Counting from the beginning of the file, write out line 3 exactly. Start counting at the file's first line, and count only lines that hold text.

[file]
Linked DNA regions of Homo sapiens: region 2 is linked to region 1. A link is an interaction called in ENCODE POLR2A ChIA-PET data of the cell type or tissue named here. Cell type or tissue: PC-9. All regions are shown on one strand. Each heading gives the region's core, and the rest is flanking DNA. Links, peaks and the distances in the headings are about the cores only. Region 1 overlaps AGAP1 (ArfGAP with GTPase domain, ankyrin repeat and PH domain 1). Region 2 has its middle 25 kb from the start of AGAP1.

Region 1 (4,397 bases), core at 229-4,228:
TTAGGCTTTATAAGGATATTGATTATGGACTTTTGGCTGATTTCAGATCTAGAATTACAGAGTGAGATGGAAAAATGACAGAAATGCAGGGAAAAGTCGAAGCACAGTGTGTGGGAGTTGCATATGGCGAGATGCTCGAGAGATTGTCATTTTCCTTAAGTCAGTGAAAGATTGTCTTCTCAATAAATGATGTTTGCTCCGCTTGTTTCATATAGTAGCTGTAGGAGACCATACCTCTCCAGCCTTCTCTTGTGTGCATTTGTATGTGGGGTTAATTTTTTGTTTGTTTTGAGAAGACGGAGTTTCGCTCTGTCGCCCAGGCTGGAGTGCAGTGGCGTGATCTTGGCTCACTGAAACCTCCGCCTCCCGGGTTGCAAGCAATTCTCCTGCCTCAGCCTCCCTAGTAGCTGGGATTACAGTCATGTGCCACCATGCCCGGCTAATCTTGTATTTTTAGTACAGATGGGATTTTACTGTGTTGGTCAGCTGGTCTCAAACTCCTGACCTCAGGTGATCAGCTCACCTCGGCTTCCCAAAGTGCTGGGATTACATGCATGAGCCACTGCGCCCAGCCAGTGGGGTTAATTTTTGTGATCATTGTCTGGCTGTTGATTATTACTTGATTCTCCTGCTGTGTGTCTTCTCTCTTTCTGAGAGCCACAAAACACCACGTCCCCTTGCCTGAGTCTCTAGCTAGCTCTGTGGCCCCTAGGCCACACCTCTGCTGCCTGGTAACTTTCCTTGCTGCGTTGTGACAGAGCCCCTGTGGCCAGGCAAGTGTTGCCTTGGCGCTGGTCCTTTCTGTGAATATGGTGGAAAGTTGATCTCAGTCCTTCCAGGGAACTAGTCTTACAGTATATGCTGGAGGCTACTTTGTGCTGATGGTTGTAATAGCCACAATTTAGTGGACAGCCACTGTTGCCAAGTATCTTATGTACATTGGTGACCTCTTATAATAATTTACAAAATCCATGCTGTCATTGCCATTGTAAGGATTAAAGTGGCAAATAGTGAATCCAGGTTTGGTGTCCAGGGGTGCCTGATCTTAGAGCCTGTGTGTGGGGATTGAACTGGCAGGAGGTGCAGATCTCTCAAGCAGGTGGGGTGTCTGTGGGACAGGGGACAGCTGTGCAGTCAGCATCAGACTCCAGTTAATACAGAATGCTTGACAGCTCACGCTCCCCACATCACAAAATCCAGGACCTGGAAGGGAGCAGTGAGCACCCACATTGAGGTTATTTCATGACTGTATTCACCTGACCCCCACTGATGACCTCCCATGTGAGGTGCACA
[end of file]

TTAGGCTTTATAAGGATATTGATTATGGACTTTTGGCTGATTTCAGATCTAGAATTACAGAGTGAGATGGAAAAATGACAGAAATGCAGGGAAAAGTCGAAGCACAGTGTGTGGGAGTTGCATATGGCGAGATGCTCGAGAGATTGTCATTTTCCTTAAGTCAGTGAAAGATTGTCTTCTCAATAAATGATGTTTGCTCCGCTTGTTTCATATAGTAGCTGTAGGAGACCATACCTCTCCAGCCTTCTCTTGTGTGCATTTGTATGTGGGGTTAATTTTTTGTTTGTTTTGAGAAGACGGAGTTTCGCTCTGTCGCCCAGGCTGGAGTGCAGTGGCGTGATCTTGGCTCACTGAAACCTCCGCCTCCCGGGTTGCAAGCAATTCTCCTGCCTCAGCCTCCCTAGTAGCTGGGATTACAGTCATGTGCCACCATGCCCGGCTAATCTTGTATTTTTAGTACAGATGGGATTTTACTGTGTTGGTCAGCTGGTCTCAAACTCCTGACCTCAGGTGATCAGCTCACCTCGGCTTCCCAAAGTGCTGGGATTACATGCATGAGCCACTGCGCCCAGCCAGTGGGGTTAATTTTTGTGATCATTGTCTGGCTGTTGATTATTACTTGATTCTCCTGCTGTGTGTCTTCTCTCTTTCTGAGAGCCACAAAACACCACGTCCCCTTGCCTGAGTCTCTAGCTAGCTCTGTGGCCCCTAGGCCACACCTCTGCTGCCTGGTAACTTTCCTTGCTGCGTTGTGACAGAGCCCCTGTGGCCAGGCAAGTGTTGCCTTGGCGCTGGTCCTTTCTGTGAATATGGTGGAAAGTTGATCTCAGTCCTTCCAGGGAACTAGTCTTACAGTATATGCTGGAGGCTACTTTGTGCTGATGGTTGTAATAGCCACAATTTAGTGGACAGCCACTGTTGCCAAGTATCTTATGTACATTGGTGACCTCTTATAATAATTTACAAAATCCATGCTGTCATTGCCATTGTAAGGATTAAAGTGGCAAATAGTGAATCCAGGTTTGGTGTCCAGGGGTGCCTGATCTTAGAGCCTGTGTGTGGGGATTGAACTGGCAGGAGGTGCAGATCTCTCAAGCAGGTGGGGTGTCTGTGGGACAGGGGACAGCTGTGCAGTCAGCATCAGACTCCAGTTAATACAGAATGCTTGACAGCTCACGCTCCCCACATCACAAAATCCAGGACCTGGAAGGGAGCAGTGAGCACCCACATTGAGGTTATTTCATGACTGTATTCACCTGACCCCCACTGATGACCTCCCATGTGAGGTGCACA